Internet Technologies Teaching Lab

The Department of Computer Science and the School of Information and Library Science came together to create a set of undergraduate and graduate courses on the use of the Internet and its underlying technologies. The courses span a range of subjects from basic Internet and World Wide Web literacy to high-speed networking, the Integrated Services Architecture for the Internet, and the next generation of Internet protocols.

The Internet Technologies Teaching Lab was created to support this new set of courses. A distributed lab located in both the Department of Computer Science and the School of Information and Library Science, this lab is connected via the UNC campus switched-FDDI backbone and shares a common file space. The Intel Technology for Education 2000 program provided forty single-user personal computers, four file and compute servers, and sufficient fast Ethernet switching capacity for these machines.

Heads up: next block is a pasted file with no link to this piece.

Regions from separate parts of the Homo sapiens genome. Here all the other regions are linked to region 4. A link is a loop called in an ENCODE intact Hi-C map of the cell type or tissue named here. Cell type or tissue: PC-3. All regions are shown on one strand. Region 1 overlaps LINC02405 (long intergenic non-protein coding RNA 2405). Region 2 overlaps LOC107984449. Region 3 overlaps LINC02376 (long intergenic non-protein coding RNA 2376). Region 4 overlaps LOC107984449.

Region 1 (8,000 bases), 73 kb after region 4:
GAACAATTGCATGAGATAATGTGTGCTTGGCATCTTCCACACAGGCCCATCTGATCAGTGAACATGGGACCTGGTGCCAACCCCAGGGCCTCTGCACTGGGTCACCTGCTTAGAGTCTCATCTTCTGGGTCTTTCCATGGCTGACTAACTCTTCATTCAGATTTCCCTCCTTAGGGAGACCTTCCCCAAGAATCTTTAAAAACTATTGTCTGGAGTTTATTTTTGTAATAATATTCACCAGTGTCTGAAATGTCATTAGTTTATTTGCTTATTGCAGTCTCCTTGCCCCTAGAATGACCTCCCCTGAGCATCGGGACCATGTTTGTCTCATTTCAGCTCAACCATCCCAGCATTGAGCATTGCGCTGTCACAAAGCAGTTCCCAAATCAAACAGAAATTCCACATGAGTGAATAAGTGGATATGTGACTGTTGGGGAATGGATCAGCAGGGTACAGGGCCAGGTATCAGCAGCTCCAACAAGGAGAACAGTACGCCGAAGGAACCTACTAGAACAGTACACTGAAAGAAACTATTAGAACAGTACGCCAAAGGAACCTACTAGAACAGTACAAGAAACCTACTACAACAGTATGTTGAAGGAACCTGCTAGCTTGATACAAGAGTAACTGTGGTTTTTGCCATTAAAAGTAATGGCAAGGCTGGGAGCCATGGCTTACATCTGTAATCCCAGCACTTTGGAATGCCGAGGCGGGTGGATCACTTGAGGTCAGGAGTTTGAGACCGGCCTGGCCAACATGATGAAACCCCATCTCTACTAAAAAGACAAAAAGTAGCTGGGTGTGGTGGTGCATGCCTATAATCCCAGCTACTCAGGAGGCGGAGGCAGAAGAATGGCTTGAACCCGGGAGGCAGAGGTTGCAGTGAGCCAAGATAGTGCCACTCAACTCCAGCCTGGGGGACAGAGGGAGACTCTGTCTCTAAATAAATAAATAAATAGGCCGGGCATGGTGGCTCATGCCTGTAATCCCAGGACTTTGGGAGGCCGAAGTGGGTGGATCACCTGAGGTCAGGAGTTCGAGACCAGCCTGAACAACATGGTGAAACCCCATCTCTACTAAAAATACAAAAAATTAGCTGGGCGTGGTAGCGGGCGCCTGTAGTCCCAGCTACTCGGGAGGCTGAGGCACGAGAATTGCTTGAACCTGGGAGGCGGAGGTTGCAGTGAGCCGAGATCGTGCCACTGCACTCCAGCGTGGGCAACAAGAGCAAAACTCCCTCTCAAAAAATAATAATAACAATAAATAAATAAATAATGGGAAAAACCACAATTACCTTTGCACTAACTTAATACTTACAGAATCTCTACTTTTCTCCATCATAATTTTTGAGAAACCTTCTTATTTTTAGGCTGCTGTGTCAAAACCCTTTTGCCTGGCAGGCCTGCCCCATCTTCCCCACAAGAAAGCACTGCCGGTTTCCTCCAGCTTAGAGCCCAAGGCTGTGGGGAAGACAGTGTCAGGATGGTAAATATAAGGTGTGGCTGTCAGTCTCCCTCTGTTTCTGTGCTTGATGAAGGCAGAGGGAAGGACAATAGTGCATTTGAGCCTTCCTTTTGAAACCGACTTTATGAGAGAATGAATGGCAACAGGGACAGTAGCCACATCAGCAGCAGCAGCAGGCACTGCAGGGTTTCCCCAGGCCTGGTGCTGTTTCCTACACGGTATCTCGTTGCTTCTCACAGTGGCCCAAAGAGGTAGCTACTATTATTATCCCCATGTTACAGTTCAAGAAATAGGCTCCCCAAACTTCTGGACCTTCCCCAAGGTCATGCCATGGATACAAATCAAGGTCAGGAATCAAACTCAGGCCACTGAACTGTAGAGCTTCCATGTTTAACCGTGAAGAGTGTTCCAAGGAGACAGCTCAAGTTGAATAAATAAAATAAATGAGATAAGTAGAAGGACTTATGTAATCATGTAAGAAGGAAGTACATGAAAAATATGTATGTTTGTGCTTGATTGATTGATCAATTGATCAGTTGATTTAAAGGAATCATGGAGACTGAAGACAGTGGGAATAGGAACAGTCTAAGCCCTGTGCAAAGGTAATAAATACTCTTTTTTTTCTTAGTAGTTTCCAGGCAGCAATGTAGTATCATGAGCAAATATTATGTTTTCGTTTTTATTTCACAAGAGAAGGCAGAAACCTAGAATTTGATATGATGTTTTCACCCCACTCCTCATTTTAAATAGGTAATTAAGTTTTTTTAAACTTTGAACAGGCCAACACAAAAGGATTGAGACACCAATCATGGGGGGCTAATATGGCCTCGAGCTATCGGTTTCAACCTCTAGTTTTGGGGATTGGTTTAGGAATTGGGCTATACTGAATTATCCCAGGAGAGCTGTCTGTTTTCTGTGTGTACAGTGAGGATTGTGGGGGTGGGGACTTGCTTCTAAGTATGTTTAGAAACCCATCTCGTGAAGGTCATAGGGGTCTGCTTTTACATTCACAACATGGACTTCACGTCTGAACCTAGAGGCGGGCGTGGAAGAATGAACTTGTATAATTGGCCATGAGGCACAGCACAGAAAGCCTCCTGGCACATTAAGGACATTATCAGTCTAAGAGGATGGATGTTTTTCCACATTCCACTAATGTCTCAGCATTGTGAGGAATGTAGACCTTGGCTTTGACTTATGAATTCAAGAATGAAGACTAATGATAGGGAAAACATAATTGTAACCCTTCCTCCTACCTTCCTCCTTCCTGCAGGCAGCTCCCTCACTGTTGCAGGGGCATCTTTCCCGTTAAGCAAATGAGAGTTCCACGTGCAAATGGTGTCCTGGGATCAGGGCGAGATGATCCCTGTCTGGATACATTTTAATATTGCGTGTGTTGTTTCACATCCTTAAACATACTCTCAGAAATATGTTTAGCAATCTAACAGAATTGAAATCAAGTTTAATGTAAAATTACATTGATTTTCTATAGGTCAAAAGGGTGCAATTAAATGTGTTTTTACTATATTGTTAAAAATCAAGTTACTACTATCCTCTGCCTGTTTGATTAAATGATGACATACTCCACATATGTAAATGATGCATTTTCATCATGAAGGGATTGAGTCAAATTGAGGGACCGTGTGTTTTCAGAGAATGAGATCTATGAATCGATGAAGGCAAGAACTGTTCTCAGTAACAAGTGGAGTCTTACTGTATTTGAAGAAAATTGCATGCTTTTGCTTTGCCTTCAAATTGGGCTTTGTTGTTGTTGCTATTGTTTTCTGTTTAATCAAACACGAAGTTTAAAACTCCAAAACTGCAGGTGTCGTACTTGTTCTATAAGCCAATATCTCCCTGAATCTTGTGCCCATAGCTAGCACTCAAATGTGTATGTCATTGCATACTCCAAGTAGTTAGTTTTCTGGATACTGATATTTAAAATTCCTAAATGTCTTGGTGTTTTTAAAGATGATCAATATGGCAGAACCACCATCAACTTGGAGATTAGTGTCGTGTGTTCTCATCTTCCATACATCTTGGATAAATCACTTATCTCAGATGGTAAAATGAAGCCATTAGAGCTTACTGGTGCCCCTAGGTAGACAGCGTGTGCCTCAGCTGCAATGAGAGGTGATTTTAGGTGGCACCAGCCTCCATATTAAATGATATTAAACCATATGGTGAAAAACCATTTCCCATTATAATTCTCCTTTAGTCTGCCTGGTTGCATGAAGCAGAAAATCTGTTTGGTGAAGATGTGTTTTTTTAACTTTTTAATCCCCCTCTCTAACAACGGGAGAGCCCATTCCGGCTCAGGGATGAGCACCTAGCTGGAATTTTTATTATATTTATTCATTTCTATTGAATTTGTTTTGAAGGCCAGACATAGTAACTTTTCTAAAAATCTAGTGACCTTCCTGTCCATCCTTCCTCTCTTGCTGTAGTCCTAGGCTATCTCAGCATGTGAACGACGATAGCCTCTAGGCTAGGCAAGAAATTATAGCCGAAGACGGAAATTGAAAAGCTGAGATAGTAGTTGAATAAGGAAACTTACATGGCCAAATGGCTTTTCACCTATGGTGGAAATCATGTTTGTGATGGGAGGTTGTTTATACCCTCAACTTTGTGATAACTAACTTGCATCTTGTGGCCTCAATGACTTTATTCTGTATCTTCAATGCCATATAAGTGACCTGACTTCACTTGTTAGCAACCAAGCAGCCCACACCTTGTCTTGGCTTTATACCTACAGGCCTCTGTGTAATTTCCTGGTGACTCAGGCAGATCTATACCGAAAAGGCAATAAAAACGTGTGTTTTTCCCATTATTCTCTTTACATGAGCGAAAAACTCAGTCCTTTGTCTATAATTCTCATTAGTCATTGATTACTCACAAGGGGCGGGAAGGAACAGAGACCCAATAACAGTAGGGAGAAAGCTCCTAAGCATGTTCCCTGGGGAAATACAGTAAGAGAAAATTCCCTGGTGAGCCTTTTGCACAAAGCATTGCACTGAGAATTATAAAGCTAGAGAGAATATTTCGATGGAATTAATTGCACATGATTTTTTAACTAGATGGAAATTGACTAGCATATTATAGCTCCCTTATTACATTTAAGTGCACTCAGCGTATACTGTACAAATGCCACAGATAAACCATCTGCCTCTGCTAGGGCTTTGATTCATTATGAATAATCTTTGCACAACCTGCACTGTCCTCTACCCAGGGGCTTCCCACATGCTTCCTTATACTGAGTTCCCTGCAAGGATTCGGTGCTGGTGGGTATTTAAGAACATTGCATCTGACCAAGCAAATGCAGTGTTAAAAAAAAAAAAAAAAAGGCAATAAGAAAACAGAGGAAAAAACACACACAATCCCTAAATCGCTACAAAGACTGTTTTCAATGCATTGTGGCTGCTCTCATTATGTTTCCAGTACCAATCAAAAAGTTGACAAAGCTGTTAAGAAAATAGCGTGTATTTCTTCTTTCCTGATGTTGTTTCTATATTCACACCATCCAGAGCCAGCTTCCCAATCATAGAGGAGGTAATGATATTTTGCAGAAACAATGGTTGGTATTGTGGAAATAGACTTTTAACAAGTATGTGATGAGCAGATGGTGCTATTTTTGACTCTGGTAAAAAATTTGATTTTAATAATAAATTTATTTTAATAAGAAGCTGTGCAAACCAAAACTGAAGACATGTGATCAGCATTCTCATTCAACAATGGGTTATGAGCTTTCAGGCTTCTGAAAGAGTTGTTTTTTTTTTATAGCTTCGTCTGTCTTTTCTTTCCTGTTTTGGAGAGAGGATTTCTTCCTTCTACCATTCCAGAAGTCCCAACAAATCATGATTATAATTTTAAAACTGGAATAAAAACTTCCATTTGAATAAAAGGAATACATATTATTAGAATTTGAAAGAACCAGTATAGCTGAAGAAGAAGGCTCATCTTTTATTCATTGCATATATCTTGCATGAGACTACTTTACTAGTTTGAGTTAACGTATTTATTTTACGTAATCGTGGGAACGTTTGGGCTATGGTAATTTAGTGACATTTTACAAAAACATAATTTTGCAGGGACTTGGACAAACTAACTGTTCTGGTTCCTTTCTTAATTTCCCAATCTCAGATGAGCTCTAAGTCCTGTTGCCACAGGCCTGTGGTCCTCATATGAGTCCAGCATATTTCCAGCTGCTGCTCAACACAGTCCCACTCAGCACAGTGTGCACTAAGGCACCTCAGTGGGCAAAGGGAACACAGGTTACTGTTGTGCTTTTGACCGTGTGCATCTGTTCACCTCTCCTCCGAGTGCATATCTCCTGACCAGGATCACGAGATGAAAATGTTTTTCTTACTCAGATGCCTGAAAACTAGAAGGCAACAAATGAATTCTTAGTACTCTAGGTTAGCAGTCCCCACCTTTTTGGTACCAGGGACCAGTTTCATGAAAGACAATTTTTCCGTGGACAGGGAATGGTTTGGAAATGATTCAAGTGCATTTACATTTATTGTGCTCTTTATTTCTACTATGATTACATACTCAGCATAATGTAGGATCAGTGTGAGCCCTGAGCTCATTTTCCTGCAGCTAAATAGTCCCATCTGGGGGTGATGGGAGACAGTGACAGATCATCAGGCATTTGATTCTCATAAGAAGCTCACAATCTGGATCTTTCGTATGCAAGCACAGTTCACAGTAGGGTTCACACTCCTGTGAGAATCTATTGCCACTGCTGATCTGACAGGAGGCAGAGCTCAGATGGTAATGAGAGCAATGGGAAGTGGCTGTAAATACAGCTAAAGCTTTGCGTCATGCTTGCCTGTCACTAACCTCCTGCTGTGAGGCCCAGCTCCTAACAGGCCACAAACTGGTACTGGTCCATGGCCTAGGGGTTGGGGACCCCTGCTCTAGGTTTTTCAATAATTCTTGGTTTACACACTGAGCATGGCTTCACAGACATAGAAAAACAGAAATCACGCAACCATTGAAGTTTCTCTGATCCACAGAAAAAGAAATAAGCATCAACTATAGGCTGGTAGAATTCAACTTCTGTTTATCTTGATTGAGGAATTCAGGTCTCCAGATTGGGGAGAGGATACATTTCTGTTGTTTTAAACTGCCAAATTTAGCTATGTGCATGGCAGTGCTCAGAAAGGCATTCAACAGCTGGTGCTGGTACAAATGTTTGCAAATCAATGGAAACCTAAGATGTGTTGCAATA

Together, the two facilities known as the Internet Technologies Teaching Lab support the teaching activities of approximately 9 faculty and 150 students annually. The lab is used primarily for class-related project work but is also employed for hands-on demonstrations of systems such as the World Wide Web, multimedia authoring systems, the MBONE multicast backbone and its affiliated conferencing applications, and more general groupware and CSCW tools, such as group authoring and drawing tools.

Lab at the School of Information & Library Science

Last content review: 19 July 2001
Content managed by: pubs@cs.unc.edu